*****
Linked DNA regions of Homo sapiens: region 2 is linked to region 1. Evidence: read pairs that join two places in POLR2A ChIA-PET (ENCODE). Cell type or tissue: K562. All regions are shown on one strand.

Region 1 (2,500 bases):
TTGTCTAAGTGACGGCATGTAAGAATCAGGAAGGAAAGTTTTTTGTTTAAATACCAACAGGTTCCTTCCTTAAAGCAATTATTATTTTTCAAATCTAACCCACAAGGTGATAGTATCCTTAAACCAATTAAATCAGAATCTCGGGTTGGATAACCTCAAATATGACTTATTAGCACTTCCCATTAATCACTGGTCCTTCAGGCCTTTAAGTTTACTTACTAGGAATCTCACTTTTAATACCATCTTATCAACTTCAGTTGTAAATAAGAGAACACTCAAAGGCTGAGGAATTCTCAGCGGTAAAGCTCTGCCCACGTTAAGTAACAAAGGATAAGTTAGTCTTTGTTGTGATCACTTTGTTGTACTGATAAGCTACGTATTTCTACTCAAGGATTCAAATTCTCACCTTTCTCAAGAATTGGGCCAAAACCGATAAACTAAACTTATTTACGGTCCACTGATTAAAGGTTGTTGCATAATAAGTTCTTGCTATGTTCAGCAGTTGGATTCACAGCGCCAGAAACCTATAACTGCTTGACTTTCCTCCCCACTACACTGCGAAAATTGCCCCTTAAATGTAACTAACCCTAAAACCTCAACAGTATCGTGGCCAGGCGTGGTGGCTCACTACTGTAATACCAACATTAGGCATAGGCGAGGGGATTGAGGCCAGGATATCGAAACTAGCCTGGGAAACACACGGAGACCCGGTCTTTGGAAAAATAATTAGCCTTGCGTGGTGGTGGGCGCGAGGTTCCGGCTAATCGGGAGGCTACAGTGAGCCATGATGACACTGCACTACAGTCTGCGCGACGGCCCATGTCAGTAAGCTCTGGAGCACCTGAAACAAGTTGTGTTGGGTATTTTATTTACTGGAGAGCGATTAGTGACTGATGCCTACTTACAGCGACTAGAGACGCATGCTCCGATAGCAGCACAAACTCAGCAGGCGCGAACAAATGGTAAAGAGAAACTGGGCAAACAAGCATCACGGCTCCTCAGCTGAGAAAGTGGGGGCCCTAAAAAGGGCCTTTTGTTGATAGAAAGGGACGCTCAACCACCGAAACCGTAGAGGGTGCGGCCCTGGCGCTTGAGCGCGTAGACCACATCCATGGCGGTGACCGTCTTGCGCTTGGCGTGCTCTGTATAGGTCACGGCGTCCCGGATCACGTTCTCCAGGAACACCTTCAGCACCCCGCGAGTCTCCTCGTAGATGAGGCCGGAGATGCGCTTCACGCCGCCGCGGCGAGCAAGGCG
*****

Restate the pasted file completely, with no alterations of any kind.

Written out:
Linked DNA regions of Homo sapiens: region 2 is linked to region 1. Evidence: read pairs that join two places in POLR2A ChIA-PET (ENCODE). Cell type or tissue: K562. All regions are shown on one strand.

Region 1 (2,500 bases):
TTGTCTAAGTGACGGCATGTAAGAATCAGGAAGGAAAGTTTTTTGTTTAAATACCAACAGGTTCCTTCCTTAAAGCAATTATTATTTTTCAAATCTAACCCACAAGGTGATAGTATCCTTAAACCAATTAAATCAGAATCTCGGGTTGGATAACCTCAAATATGACTTATTAGCACTTCCCATTAATCACTGGTCCTTCAGGCCTTTAAGTTTACTTACTAGGAATCTCACTTTTAATACCATCTTATCAACTTCAGTTGTAAATAAGAGAACACTCAAAGGCTGAGGAATTCTCAGCGGTAAAGCTCTGCCCACGTTAAGTAACAAAGGATAAGTTAGTCTTTGTTGTGATCACTTTGTTGTACTGATAAGCTACGTATTTCTACTCAAGGATTCAAATTCTCACCTTTCTCAAGAATTGGGCCAAAACCGATAAACTAAACTTATTTACGGTCCACTGATTAAAGGTTGTTGCATAATAAGTTCTTGCTATGTTCAGCAGTTGGATTCACAGCGCCAGAAACCTATAACTGCTTGACTTTCCTCCCCACTACACTGCGAAAATTGCCCCTTAAATGTAACTAACCCTAAAACCTCAACAGTATCGTGGCCAGGCGTGGTGGCTCACTACTGTAATACCAACATTAGGCATAGGCGAGGGGATTGAGGCCAGGATATCGAAACTAGCCTGGGAAACACACGGAGACCCGGTCTTTGGAAAAATAATTAGCCTTGCGTGGTGGTGGGCGCGAGGTTCCGGCTAATCGGGAGGCTACAGTGAGCCATGATGACACTGCACTACAGTCTGCGCGACGGCCCATGTCAGTAAGCTCTGGAGCACCTGAAACAAGTTGTGTTGGGTATTTTATTTACTGGAGAGCGATTAGTGACTGATGCCTACTTACAGCGACTAGAGACGCATGCTCCGATAGCAGCACAAACTCAGCAGGCGCGAACAAATGGTAAAGAGAAACTGGGCAAACAAGCATCACGGCTCCTCAGCTGAGAAAGTGGGGGCCCTAAAAAGGGCCTTTTGTTGATAGAAAGGGACGCTCAACCACCGAAACCGTAGAGGGTGCGGCCCTGGCGCTTGAGCGCGTAGACCACATCCATGGCGGTGACCGTCTTGCGCTTGGCGTGCTCTGTATAGGTCACGGCGTCCCGGATCACGTTCTCCAGGAACACCTTCAGCACCCCGCGAGTCTCCTCGTAGATGAGGCCGGAGATGCGCTTCACGCCGCCGCGGCGAGCAAGGCG